Hello world! I’m Back 😇

I’ve had it with Twitter blocking my posts through no fault of my own. Norton relented and pronounced it Clean, and they’re particularly difficult to satisfy.

Here I am, reborn.

I have replicated the old Retired and Angry here, hopefully it all works. If you find anything that doesn’t please let me know.

Please let me know if anybody flags the blog up as Suspicious or Dangerous. Chrome is particularly likely to do this because I don’t have an SSL certificate. The fact is I don’t need one because I will NEVER ask you for any money, so I won’t be storing any personal or Financial information on this site. NEVER.

Illegitimi non carborundum

Onwards and upwards, let’s be ‘aving ’em.

STOP PRESS

I now have a basic SSL certificate

Spotlight On North Yorkshire – Smoke Or Mirrors, Fact Or Fiction?

It is no longer a secret that our old mucker Mike Pannett (@MikePannett) has declared his hand, he will be standing as an Independent Candidate in the forthcoming PCC Elections on May 5th.  I wish him all the very best and I’m sure he’ll be grateful for any little bit of help that we can give him.  With this in mind, here’s a little bit of help Mike.  Your opponents might not like it, but one thing that you can be certain of is that this post is based on FACT, it is the TRUTH

The current North Yorkshire Police and Crime Commissioner (Julia Mulligan, a Conservative if that makes any difference) has made a grand announcement that she is to increase the number of Police Officers in North Yorkshire to 1,400, paid for by a 1.99% increase in the Council Tax precept.   Police officer levels were reduced from the budgeted number of 1,392 to 1,343 after recommendations from Her Majesty’s Inspectorate of Policing (HMIC).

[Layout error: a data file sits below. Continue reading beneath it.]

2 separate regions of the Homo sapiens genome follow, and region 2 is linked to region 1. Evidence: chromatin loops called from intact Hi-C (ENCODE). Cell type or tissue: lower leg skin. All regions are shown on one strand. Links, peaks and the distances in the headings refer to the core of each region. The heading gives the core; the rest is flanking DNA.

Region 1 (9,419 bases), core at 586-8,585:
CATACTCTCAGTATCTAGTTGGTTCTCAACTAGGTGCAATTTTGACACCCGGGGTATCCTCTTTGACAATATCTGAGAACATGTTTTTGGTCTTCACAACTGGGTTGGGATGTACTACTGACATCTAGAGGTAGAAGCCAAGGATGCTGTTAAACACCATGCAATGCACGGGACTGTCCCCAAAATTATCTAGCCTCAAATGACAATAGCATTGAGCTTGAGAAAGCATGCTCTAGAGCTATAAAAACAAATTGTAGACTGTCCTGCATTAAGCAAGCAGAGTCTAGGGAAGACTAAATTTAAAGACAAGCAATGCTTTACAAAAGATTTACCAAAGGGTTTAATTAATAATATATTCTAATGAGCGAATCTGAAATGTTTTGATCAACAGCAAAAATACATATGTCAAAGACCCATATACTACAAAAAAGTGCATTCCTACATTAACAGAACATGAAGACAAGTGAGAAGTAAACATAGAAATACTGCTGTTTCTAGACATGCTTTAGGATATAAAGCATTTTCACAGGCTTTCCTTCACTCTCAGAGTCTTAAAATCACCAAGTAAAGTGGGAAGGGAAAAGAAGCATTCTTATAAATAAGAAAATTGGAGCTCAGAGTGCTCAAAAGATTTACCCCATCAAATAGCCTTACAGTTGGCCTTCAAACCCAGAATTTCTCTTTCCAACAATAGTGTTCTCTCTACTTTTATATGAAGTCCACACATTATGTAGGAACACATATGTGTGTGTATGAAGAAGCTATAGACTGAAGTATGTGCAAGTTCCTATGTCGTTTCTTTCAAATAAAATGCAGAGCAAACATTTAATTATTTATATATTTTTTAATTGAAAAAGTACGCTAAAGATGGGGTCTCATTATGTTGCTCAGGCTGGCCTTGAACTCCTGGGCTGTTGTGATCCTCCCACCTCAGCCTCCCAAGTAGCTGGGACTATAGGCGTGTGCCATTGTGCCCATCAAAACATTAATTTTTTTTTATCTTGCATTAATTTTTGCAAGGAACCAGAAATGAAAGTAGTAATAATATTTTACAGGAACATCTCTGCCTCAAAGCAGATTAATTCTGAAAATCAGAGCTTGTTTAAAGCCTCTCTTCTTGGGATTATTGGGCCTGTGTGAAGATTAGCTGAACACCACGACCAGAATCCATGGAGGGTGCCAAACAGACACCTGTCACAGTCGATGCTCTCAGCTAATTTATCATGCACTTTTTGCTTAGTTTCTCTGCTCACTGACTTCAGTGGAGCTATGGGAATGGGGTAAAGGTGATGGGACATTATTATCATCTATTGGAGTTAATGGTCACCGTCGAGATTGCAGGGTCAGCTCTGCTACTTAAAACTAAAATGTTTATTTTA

So Ms Mulligan intends to recruit 57 officers to raise the level not only back to where they were but more.  That sounds like a good idea.  That could even get her a few votes.  If that was the whole of the story that is.

When the previous government took office in 2010 and David Cameron, Theresa May, Sir Tom et al set about ‘reforming’ the Police, North Yorkshire had a total of 1,461 officers as at 30th September that year.

  • September 2011 –    1,432
  • September 2012 –    1,394
  • March 2013 –            1,370
  • September 2013 –    1,374
  • March 2014 –            1,408
  • September 2014 –    1,404
  • March 2015 –            1,395
  • September 2015 –    1,347

I’m not quite sure where her 1,343 and 1,392 numbers come from but the numbers above are only 6 monthly snapshots so between dates the number could have been anything.  The numbers above ARE however OFFICIAL Home Office figures, so they do not lie.

What North Yorkshire Police are actually trying to do is to recruit more officers merely to part-replace those they have already shed.  Replacing experienced (and expensive) officers with recruits at a fraction of the cost.